Report Released on Marine Protected Areas

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Rocky intertidal areas, as shown in this undated photo, are popular destinations and make up a quarter of the South Coast region of California. — Photo by Sarah Finstad ©
Rocky intertidal areas, as shown in this undated photo, are popular destinations and make up a quarter of the South Coast region of California. — Photo by Sarah Finstad ©

Marine protections imposed five years ago along the Southern California coast reveal no consistent region-wide “abundance trends” or extinctions for any species, says a report released this week.

The data will be presented to the state Fish and Game Commission on April 26 when it reviews the south coast marine protected areas from Point Conception in Santa Barbara County to California’s border with Mexico. The restrictions imposed in 2012 banned fishing offshore Laguna Beach and increased shoreline protections north to Crystal Cove and south to Dana Point, a hot spot for recreation, fishing, commerce and ocean related tourism.

The State of the California South Coast will also be shared with the public in San Clemente on Thursday from 5-7 p.m. at the Holiday Inn Express. The 64-page report establishes a benchmark for what the mandatory protections accomplished in protected areas. The report refers to the findings as “baseline monitoring,” and quantifies little progress.

“The South Coast baseline study period included two years of record-breaking high ocean temperatures,” reads a statement from Tom Maloney, executive director of Ocean Science Trust and a contributor to the report. “Climate change already has hit California’s coast, and researchers are seeing marine plants and animals moving north in search of cooler waters. This report creates an important benchmark to help state resource managers make informed decisions that support ocean health.”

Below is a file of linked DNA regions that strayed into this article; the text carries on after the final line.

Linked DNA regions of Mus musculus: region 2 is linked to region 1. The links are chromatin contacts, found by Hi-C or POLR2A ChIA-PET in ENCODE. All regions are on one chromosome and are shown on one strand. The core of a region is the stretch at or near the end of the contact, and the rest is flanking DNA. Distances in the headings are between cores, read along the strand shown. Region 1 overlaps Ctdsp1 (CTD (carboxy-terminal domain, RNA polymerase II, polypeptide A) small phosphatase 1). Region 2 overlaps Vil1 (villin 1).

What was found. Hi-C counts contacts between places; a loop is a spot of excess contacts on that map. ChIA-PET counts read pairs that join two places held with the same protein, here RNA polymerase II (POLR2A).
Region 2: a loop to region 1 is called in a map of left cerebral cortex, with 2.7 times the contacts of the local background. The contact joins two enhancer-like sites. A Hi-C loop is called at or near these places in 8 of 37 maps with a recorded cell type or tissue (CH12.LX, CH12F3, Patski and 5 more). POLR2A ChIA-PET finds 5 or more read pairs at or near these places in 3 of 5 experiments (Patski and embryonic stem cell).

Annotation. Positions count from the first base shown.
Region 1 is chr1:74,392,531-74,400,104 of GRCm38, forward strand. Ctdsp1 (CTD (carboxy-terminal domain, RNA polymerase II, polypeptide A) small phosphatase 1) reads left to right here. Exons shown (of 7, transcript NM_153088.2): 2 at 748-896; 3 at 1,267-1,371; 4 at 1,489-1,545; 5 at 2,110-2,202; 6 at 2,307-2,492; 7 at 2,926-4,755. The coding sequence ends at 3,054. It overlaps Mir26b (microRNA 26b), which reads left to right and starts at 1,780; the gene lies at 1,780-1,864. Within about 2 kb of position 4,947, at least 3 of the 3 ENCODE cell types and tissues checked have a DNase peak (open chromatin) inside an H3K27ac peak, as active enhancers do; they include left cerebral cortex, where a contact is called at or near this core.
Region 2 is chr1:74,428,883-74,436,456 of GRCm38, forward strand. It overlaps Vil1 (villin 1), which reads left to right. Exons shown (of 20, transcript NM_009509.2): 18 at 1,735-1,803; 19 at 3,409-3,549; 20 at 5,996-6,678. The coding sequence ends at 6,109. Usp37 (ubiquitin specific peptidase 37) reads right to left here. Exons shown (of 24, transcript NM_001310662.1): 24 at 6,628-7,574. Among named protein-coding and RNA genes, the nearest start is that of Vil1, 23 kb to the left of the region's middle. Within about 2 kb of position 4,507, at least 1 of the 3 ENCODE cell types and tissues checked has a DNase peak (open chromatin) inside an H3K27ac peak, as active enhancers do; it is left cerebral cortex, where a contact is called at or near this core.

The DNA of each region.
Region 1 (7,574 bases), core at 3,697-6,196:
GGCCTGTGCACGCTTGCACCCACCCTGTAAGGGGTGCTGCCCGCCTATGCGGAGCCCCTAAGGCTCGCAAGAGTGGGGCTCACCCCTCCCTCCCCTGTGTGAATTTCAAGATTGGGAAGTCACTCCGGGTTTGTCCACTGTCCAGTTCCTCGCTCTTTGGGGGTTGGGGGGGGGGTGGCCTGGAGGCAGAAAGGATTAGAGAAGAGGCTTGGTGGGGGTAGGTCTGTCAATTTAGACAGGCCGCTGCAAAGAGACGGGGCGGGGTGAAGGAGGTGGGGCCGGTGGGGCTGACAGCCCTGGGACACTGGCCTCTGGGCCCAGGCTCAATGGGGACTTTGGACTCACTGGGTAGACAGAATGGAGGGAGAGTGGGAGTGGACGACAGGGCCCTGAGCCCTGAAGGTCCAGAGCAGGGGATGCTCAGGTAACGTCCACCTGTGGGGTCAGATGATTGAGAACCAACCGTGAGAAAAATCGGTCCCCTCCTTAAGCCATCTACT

The South Coast region spans 2,351 square miles of state waters and extends three nautical miles offshore in some areas and includes portions of the Channel Islands. Research was a challenge and the report itself admits that “ecosystems change over time.”

In Orange County, rocky intertidal ecosystems, or tide pools, cover a quarter of the South Coast region. The report notes that the range of species in tide pools vary by locale and by water temperature. Few specifics are made about tidal areas, although the report notes that the population of some species, like the owl limpet, was smaller at sites frequented by beach goers, regardless of whether the sites were inside or outside an MPA.

Marine biologist Nancy Caruso, of Garden Grove, who was not involved with the report’s documentation, echoed this finding. “Remote, rarely visited tide pools are thriving with or without protections,” she said, “but the rest of them are not.” She said that human visitors at tide pools contribute to their decline, without a doubt.